Probation for Molokai man in assault of wife
A 54-year-old Molokai man who cut his wife’s nose with a Japanese sickle during an argument last year was sentenced last month to five years’ probation and ordered to serve 200 hours of community service.
In following a plea agreement, 2nd Circuit Judge Joseph Cardoza handed the sentence down Dec. 20 to Antone Keawe, who pleaded no contest to second-degree assault, court records show.
Two other charges of abuse of a family or household member and interfering with reporting an emergency or crime were dismissed in the agreement, records show.
Around 6:30 p.m. April 3, Keawe’s wife attempted to call 911 after the couple got into an argument at a Kaunakakai home. Records show that Keawe then grabbed the cordless phone and its base and threw it outside the home.
He then took a Japanese serrated sickle from the patio and held it to the woman’s face and cut her nose.
Police said she suffered a 1/4-inch laceration to the lip of her nose. The woman said that Keawe threw the phone at her foot, records show.
In an unrelated case on Dec. 20, 2nd Circuit Judge Peter Cahill sentenced 29-year-old Tosuo Hans to one year probation and 180 days in jail for inappropriately touching a teenage girl and for violating his probation in an old abuse case.
Hans, also known as Kiroro Hans, was credited for time previously served in jail, and he was ordered to stay away from the victim and her family.
Hans was resentenced to one-year probation for violating his probation in the 2011 abuse case, records show.
In the most recent case, Hans grabbed the buttocks of the teenager on Sept. 24, 2010. In that case, he pleaded no contest to a reduced charge of third-degree assault. He was originally charged with third-degree sexual assault, records show.
In his 2011 abuse case, Hans had punched his on-again, off-again girlfriend four to five times while they were with friends at the beach fronting Maui Beach Hotel on the night of Sept. 3, 2011, records show.
The woman said that she fell to the ground and Hans kicked her in the torso. She was able to get help when she ran to a nearby gas station.
In another unrelated case on Dec. 20, 2nd Circuit Judge Richard Bissen sentenced 24-year-old Mikioi J. Roback of Haiku to five years’ probation for illegally having an unregistered and unloaded firearm in his vehicle.
Roback was credited for the eight days he had already spent in jail, and Bissen gave Roback a chance to clear his record if he successfully completes probation. Roback was ordered not to possess firearms or ammunition.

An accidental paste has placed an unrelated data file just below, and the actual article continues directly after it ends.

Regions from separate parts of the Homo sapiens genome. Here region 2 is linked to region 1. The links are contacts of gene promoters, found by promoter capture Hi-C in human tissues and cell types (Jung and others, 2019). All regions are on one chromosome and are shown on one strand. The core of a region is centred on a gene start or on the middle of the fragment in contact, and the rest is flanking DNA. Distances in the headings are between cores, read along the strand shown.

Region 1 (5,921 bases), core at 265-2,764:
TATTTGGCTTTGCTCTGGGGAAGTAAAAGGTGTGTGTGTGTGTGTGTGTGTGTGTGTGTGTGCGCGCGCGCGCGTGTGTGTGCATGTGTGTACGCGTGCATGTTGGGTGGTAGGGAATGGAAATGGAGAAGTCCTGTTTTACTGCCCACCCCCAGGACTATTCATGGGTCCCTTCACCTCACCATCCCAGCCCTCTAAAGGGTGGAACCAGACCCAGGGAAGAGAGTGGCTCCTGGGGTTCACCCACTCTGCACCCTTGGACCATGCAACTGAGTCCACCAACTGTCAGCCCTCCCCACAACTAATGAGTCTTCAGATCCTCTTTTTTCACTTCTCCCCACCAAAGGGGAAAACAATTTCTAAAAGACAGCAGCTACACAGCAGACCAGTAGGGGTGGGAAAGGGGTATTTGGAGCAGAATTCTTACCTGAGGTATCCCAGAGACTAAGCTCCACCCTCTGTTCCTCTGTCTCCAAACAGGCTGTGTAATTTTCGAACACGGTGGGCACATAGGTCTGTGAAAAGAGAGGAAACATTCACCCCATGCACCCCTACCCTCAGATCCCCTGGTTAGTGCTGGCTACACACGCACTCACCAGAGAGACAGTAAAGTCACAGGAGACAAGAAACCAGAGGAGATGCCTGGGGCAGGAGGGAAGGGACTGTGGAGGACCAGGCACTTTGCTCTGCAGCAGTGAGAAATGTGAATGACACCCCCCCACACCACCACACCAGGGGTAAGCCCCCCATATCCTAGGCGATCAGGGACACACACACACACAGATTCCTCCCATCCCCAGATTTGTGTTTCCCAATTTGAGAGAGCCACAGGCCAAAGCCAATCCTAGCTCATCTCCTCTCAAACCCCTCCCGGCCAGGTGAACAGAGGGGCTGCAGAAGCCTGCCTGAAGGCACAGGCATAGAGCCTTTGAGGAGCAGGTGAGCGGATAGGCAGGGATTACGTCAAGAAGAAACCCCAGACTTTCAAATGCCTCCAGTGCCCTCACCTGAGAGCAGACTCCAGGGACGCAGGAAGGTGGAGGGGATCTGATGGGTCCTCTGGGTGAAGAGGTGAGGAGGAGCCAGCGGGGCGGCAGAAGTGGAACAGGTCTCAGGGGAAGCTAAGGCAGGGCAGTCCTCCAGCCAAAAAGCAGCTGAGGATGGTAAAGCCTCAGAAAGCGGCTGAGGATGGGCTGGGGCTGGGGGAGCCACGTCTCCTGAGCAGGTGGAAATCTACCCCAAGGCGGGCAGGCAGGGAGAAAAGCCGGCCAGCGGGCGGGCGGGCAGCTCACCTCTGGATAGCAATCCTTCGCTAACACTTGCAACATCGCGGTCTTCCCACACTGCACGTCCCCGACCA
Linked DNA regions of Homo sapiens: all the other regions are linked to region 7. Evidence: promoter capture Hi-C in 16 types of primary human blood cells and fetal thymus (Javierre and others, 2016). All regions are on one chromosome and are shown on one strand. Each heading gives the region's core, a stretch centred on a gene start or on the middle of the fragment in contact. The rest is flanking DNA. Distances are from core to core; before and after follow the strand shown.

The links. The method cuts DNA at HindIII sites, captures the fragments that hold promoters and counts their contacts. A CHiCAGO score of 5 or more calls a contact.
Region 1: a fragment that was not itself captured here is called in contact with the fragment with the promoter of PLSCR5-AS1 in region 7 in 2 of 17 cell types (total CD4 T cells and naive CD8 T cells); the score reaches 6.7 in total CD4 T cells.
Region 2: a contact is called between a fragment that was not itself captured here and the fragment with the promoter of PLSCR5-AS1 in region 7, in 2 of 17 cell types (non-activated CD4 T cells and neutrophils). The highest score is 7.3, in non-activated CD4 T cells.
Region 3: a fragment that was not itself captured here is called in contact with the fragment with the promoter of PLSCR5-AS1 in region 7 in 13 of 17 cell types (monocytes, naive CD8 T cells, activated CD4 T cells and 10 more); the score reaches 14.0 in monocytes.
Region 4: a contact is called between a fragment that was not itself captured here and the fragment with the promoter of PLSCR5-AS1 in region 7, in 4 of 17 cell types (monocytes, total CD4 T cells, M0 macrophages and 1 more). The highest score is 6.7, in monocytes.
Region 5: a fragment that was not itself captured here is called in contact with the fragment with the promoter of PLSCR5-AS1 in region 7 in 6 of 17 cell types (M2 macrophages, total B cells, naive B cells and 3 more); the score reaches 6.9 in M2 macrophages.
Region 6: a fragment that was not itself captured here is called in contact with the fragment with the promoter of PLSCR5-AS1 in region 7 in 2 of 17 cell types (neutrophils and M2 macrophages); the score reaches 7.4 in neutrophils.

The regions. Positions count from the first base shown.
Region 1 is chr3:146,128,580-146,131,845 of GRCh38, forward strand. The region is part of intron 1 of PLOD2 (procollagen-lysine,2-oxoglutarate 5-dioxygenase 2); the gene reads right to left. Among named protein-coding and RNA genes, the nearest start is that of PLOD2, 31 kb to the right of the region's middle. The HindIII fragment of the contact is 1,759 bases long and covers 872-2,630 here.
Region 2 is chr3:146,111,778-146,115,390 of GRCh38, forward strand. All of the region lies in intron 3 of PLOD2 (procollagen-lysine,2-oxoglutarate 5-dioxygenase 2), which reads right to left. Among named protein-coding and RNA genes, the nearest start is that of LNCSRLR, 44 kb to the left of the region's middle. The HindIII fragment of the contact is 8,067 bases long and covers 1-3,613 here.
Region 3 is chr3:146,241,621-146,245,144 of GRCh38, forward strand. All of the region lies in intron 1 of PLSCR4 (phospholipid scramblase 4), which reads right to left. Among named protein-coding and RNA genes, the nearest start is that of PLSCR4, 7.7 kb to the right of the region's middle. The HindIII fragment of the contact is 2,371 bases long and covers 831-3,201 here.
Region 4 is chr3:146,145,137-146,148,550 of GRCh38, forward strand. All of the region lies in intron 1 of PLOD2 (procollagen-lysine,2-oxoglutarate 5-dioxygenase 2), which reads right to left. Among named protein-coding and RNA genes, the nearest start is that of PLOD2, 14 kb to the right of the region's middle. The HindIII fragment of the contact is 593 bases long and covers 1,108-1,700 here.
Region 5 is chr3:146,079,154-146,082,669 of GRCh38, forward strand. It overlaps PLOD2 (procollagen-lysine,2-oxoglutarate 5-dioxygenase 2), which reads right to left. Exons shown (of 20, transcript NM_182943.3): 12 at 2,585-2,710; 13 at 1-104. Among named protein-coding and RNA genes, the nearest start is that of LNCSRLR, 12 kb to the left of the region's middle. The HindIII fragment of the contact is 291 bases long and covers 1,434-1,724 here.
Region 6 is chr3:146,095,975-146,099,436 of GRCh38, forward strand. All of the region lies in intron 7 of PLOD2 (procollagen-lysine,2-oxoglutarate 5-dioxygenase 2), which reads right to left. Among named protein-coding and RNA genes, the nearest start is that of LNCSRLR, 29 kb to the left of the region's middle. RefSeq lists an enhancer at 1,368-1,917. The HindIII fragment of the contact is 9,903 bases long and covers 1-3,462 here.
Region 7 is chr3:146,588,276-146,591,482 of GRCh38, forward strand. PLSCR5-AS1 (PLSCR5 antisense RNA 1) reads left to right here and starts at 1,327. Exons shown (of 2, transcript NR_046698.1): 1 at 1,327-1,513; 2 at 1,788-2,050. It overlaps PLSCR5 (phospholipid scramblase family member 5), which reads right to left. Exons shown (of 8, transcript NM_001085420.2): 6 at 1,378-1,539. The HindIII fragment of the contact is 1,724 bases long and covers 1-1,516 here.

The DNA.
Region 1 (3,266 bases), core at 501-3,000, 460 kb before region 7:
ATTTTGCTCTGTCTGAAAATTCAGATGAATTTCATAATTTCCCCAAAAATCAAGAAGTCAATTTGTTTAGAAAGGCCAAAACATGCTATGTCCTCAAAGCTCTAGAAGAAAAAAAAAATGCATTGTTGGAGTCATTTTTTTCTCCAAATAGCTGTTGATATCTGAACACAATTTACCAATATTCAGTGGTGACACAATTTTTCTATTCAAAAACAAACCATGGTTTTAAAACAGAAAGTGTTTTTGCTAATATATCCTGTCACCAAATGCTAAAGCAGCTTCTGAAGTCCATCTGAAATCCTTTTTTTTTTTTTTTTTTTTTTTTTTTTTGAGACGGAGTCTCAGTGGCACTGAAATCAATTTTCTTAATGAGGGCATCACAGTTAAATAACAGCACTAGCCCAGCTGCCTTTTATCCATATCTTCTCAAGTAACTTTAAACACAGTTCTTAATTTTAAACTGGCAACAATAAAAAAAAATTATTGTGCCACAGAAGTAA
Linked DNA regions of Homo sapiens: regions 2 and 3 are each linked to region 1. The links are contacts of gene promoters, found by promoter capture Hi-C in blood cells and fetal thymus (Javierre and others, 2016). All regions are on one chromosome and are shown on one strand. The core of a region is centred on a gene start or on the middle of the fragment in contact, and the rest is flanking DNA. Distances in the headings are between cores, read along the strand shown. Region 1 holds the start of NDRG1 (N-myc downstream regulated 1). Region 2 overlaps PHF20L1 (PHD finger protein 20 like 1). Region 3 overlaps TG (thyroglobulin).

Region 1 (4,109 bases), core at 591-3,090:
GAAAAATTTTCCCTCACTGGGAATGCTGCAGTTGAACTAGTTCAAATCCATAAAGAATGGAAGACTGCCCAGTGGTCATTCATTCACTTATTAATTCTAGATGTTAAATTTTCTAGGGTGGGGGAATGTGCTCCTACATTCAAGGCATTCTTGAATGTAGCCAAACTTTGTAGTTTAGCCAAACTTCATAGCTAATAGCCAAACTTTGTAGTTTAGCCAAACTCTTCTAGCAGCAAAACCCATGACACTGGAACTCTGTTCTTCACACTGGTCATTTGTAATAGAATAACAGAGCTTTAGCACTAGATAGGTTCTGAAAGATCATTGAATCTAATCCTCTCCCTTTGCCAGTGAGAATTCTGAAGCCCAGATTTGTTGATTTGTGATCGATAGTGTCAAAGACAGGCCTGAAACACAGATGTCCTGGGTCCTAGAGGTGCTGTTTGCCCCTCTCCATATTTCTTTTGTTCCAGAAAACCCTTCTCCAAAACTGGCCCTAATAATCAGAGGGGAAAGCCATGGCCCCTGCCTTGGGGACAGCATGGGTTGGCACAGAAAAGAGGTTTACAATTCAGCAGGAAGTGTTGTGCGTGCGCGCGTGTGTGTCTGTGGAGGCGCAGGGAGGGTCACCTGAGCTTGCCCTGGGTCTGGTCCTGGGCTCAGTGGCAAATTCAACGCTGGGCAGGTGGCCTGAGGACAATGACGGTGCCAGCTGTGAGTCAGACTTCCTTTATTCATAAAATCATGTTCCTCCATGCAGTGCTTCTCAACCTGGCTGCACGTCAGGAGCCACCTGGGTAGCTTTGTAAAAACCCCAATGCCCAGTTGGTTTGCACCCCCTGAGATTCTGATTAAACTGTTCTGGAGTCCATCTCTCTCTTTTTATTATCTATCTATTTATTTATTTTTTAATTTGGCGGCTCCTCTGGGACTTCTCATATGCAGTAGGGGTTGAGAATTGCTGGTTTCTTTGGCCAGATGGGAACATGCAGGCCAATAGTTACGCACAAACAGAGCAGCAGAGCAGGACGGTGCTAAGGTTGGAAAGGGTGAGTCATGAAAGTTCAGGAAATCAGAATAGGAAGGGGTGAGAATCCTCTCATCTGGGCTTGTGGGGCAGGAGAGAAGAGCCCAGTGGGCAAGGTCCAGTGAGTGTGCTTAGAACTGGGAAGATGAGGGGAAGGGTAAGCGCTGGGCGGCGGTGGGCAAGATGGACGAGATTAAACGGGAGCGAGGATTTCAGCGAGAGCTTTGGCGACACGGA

Deputy Public Defender Jim Rouse asked the court for no further jail and said Roback has good family support.
Deputy Prosecutor Kim Whitworth said Roback was not only was endangering himself, but could have put his girlfriend and young child in danger.
According to court records, Roback’s girlfriend called police May 15 to report that Roback allegedly tried to commit suicide and had left in his truck, which also contained his rifle.
When police caught up with him at Maui Grown Market in Haiku, Roback refused to stop his vehicle and kept driving. When he was later arrested, he tried to squirm out of the officer’s grasp, records said.
He later admitted to police he had a gun and ammunition in his truck and had no permit and the firearm was not registered.
Roback pleaded no contest to place to keep an unloaded firearm other than pistols and revolvers and prohibited possession of a firearm.
Two other firearms-related charges were dismissed according to a plea agreement, records show.
In another unrelated case on Dec. 20, Bissen followed a plea agreement in sentencing 22-year-old Laulea Santiago to five years’ probation in a kidnapping incident involving his girlfriend in February.
Bissen ordered Santiago to complete domestic violence intervention classes, and he gave Santiago a chance to clear his record if he successfully completes probation.
Santiago apologized and said he wanted to make a better life for his young daughter.
Both the defense and the prosecution gave different accounts what happened Feb. 2.
Defense attorney Ben Lowenthal said it was Santiago’s girlfriend who was the aggressor when an argument occurred in a truck and that the girlfriend had jumped from the truck.
He added that the victim did not show up to testify at a grand jury hearing but later she wrote a letter asking for punishment for Santiago.
But Deputy Prosecutor Kristin Coccaro said that Santiago was the aggressor and deserved punishment.
She said Santiago had punched his girlfriend and stopped her from calling for help from her cellphone. He also threw her into bushes alongside a highway.
She added that residents, including one resident below the Kula Post Office, had called 911 after hearing screaming and a car burning rubber during the Feb. 2 incident.
Coccaro said Santiago did not show one shred of responsibility in his letter to the court and but put the blame on his girlfriend.
Santiago pleaded no contest to kidnapping. Charges of abuse of a family or household member, second-degree theft and first-degree terroristic threatening were dismissed in accordance with a plea agreement, records show.